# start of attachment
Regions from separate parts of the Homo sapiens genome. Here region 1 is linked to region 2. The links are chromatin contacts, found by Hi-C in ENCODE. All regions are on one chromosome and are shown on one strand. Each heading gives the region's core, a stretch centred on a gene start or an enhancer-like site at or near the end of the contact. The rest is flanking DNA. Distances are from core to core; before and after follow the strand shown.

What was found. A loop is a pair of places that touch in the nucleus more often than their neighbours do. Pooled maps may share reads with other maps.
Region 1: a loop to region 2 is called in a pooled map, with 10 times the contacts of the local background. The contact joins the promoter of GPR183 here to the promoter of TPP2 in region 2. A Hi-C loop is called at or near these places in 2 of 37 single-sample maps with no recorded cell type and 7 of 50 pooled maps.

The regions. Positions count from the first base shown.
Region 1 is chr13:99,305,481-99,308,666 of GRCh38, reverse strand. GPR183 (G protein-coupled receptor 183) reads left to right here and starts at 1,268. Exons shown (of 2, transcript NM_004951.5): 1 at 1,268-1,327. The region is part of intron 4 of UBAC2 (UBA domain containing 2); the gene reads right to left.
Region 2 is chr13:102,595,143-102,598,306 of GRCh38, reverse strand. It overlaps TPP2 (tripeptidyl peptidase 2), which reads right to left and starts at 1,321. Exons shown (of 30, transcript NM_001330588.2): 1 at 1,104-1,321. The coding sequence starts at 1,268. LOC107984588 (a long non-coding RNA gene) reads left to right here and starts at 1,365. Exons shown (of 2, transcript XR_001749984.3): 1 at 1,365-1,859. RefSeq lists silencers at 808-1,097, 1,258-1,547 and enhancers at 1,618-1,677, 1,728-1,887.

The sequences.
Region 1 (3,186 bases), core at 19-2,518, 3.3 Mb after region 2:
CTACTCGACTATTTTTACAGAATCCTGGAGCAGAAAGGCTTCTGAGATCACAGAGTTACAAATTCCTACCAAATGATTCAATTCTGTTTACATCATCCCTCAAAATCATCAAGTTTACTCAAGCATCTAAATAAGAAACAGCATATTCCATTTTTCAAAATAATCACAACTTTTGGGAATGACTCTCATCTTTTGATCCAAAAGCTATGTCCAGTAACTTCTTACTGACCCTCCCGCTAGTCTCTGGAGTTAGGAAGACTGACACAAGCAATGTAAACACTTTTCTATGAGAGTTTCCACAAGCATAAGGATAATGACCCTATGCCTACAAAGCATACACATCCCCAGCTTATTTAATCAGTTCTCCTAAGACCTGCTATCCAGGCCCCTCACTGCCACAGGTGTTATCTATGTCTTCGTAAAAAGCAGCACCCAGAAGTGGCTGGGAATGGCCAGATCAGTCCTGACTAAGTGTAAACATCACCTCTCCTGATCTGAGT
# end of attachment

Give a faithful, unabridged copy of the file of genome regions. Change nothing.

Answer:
Regions from separate parts of the Homo sapiens genome. Here region 1 is linked to region 2. The links are chromatin contacts, found by Hi-C in ENCODE. All regions are on one chromosome and are shown on one strand. Each heading gives the region's core, a stretch centred on a gene start or an enhancer-like site at or near the end of the contact. The rest is flanking DNA. Distances are from core to core; before and after follow the strand shown.

What was found. A loop is a pair of places that touch in the nucleus more often than their neighbours do. Pooled maps may share reads with other maps.
Region 1: a loop to region 2 is called in a pooled map, with 10 times the contacts of the local background. The contact joins the promoter of GPR183 here to the promoter of TPP2 in region 2. A Hi-C loop is called at or near these places in 2 of 37 single-sample maps with no recorded cell type and 7 of 50 pooled maps.

The regions. Positions count from the first base shown.
Region 1 is chr13:99,305,481-99,308,666 of GRCh38, reverse strand. GPR183 (G protein-coupled receptor 183) reads left to right here and starts at 1,268. Exons shown (of 2, transcript NM_004951.5): 1 at 1,268-1,327. The region is part of intron 4 of UBAC2 (UBA domain containing 2); the gene reads right to left.
Region 2 is chr13:102,595,143-102,598,306 of GRCh38, reverse strand. It overlaps TPP2 (tripeptidyl peptidase 2), which reads right to left and starts at 1,321. Exons shown (of 30, transcript NM_001330588.2): 1 at 1,104-1,321. The coding sequence starts at 1,268. LOC107984588 (a long non-coding RNA gene) reads left to right here and starts at 1,365. Exons shown (of 2, transcript XR_001749984.3): 1 at 1,365-1,859. RefSeq lists silencers at 808-1,097, 1,258-1,547 and enhancers at 1,618-1,677, 1,728-1,887.

The sequences.
Region 1 (3,186 bases), core at 19-2,518, 3.3 Mb after region 2:
CTACTCGACTATTTTTACAGAATCCTGGAGCAGAAAGGCTTCTGAGATCACAGAGTTACAAATTCCTACCAAATGATTCAATTCTGTTTACATCATCCCTCAAAATCATCAAGTTTACTCAAGCATCTAAATAAGAAACAGCATATTCCATTTTTCAAAATAATCACAACTTTTGGGAATGACTCTCATCTTTTGATCCAAAAGCTATGTCCAGTAACTTCTTACTGACCCTCCCGCTAGTCTCTGGAGTTAGGAAGACTGACACAAGCAATGTAAACACTTTTCTATGAGAGTTTCCACAAGCATAAGGATAATGACCCTATGCCTACAAAGCATACACATCCCCAGCTTATTTAATCAGTTCTCCTAAGACCTGCTATCCAGGCCCCTCACTGCCACAGGTGTTATCTATGTCTTCGTAAAAAGCAGCACCCAGAAGTGGCTGGGAATGGCCAGATCAGTCCTGACTAAGTGTAAACATCACCTCTCCTGATCTGAGT